Building the World

April 3, 2020
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WATER: Rebuilding Oceans

Rebuilding the oceans. Image: wikimedia.

Bridges can be rebuilt, but what about the water they span? There may be good news: oceans could return to vitality if we rebuild supportive habitats and conditions, according to a new study citing Sustainable Development Goal 14 of the United Nations. To save oceans, we will need to rebuild marine life support systems. Nature article authors include Carlos Duarte of King Abdullah University, Gregory Britten of MIT, and Robinson Fulweiler of Boston University, as well as worldwide team. Here are the key components:

Rebuilding oceans by restoring or preserving:

coral reefs

deep ocean environment and seabed

fisheries

kelp

mangroves

megafauna

oyster reefs

salt marshes

sea grasses

and – stopping and removing plastic pollution.

Finances will play a part: it will cost $10-20 billion per year to rebuild our marine environment by 2050. But there is a return on investment: for every $1.00 spent, there will be a return of $10.

International Seabed. It’s 54% of earth’s land, under the oceans. What is the future of that environment? Image: noaa.gov.

An area of concern that receives less attention than merited is the International Seabed. While waters up to 200 nautical miles (a nautical mile is 1.1508 statute (or land-based) miles) are the territory of  individual coastal nations, the waters and seabed beyond belong to everyone, even land-locked nations. Present explorations measuring valuable ore deposits like cobalt, copper, and manganese may soon lead to mining licensing by the International Seabed Authority. Recently, some rivers like New Zealand’s Whanganui River have been granted legal personhood rights: will similar rulings affect and protect oceans?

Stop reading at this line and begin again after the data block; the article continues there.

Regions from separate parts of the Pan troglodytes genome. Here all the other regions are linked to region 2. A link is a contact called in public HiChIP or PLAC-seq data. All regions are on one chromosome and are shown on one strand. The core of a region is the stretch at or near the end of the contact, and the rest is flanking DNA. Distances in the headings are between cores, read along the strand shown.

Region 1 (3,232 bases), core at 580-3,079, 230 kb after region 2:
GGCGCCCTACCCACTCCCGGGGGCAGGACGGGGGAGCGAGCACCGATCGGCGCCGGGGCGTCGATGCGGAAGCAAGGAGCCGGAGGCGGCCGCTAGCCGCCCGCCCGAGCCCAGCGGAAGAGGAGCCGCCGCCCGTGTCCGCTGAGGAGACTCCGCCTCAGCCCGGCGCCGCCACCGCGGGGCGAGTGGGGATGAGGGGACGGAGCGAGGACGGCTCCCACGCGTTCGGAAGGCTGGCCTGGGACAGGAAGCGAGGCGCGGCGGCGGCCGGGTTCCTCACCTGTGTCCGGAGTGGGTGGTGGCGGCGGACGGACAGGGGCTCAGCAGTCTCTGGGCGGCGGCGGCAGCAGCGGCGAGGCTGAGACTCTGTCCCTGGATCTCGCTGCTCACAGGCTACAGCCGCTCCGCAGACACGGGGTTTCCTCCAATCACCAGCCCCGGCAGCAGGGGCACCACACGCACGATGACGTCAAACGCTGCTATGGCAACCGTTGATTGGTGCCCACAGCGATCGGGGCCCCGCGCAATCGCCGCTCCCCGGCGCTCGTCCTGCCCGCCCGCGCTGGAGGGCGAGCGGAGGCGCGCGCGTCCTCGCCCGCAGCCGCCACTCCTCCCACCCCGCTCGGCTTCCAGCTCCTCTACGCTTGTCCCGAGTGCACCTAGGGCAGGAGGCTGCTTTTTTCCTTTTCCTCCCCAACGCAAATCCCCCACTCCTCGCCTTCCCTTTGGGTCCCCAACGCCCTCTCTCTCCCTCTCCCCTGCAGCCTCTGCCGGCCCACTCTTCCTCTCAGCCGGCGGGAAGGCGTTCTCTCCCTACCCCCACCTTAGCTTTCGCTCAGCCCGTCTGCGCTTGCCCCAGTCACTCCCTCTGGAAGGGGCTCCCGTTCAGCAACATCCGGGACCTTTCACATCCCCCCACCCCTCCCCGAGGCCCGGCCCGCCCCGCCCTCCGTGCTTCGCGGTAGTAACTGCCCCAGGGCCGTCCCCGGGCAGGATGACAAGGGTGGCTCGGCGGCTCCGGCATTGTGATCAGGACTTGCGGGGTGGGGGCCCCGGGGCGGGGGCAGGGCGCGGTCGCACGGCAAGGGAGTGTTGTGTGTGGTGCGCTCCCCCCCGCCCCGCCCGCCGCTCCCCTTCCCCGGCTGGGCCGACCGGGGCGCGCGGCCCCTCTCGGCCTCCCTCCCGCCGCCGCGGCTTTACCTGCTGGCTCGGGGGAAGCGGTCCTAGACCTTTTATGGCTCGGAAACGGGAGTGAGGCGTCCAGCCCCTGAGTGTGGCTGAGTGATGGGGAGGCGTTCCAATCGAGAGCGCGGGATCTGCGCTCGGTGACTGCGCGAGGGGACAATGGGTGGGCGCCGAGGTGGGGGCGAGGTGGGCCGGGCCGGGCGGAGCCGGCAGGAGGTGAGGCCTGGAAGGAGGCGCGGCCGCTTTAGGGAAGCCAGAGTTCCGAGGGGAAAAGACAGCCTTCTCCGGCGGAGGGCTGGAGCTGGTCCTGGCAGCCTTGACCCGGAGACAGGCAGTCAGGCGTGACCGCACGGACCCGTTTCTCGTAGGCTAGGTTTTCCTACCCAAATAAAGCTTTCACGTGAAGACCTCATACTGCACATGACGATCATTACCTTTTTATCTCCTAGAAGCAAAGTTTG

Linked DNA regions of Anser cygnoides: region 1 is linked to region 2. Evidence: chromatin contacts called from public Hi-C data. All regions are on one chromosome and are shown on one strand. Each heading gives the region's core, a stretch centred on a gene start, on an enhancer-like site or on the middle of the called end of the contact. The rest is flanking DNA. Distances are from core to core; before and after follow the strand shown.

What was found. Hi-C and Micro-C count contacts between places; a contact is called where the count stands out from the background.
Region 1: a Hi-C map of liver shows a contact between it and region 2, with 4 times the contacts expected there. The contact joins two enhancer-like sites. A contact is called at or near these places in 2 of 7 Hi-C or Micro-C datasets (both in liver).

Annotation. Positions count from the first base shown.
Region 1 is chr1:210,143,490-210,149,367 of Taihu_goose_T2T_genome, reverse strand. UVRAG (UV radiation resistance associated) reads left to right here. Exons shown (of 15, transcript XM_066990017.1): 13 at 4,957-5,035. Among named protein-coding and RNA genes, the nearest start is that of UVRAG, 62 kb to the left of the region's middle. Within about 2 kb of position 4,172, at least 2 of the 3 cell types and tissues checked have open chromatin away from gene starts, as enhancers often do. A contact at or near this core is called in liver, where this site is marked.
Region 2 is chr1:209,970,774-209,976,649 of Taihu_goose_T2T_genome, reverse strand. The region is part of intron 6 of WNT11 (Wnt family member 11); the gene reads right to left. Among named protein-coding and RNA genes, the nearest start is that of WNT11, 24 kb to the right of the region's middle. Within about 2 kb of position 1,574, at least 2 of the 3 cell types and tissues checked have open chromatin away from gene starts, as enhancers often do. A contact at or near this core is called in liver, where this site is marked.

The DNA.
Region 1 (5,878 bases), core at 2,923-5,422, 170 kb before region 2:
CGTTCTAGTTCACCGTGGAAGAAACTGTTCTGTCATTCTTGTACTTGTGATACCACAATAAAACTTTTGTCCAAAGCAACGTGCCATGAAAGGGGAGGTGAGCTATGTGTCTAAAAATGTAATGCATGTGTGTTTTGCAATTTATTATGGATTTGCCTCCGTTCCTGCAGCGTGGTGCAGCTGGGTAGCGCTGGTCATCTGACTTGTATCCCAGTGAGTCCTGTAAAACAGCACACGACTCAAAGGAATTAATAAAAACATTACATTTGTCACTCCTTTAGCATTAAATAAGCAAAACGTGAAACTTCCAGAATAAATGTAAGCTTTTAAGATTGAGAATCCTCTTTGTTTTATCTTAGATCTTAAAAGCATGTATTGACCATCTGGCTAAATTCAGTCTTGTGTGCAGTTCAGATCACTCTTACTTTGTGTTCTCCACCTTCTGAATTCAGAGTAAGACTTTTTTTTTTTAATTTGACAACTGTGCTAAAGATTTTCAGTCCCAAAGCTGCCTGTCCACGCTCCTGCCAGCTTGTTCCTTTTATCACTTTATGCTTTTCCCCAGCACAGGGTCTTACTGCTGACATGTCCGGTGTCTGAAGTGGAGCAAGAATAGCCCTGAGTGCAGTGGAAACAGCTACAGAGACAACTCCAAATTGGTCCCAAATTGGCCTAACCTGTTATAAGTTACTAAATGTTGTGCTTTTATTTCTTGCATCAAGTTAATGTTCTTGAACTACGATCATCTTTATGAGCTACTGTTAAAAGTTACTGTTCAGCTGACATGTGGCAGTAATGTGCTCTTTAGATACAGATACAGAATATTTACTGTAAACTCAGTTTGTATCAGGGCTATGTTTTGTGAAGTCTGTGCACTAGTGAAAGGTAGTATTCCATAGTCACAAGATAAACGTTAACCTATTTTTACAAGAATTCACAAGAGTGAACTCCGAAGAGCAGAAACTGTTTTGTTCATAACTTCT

Some of Europe’s port cities. Image: wikimedia.

Oceans are transit ways of civilization; ports like Boston, Hamburg, Jakarta, Lagos, New York, Rotterdam, Singapore, Yangon, became centers of exchange and urban life. Coastal cities may lead the way in rebuilding urban architecture for sea-rise, and also take special interest in rebuilding the sea itself.

Duarte, Carlos M. et al. “Rebuilding marine life.” 1 April 2020. Nature, 580, 39-61 (2020). https://www.nature.com/articles/s41586-020-2146-7 and https://doi.org/10.1038/s41586=020=2146-7. Includes videos.

International Seabed Authority. Kingston, Jamaica. https://www.isa.org.jm

McGrath, Matt. “Oceans can be successfully restored by 2050, say scientists.” 2 April 2020. BBC.com/Environment

Building the World Blog by Kathleen Lusk Brooke and Zoe G. Quinn is licensed under a Creative Commons Attribution-NonCommercial-NoDerivs 3.0 Unpo

March 22, 2020
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ENERGY: A Sabbath for Earth?

Image: Manhattan Bridge, New York, without traffic. Image:wikimedia

Does it take a crisis to cause change? Since the coronavirus pandemic pushed the global pause button, emissions of CO2 have fallen by 50% compared with the same time last year. A drop in methane has also been noted. “This is the cleanest I have ever seen New York City,” noted Professor Roisin Commane of Columbia University and the Lamont-Doherty Earth Observatory. It’s not just clearer skies over the Manhattan Bridge and Brooklyn Bridge. Cities across the USA including Atlanta, Chicago, Los Angeles, and Seattle are notably improved. Benton MacKaye, proposer of the Appalachian Trail, and Frederick Law Olmstead, designer of Central Park in New York and the “Emerald Necklace” series of linked parks in Boston, shared the vision of a city that can breathe. Parks help but may not be enough. Can we learn from the global pause to create new options to aid the environment?

Boston’s “Emerald Necklace” view of the Fens. Image: wikimedia.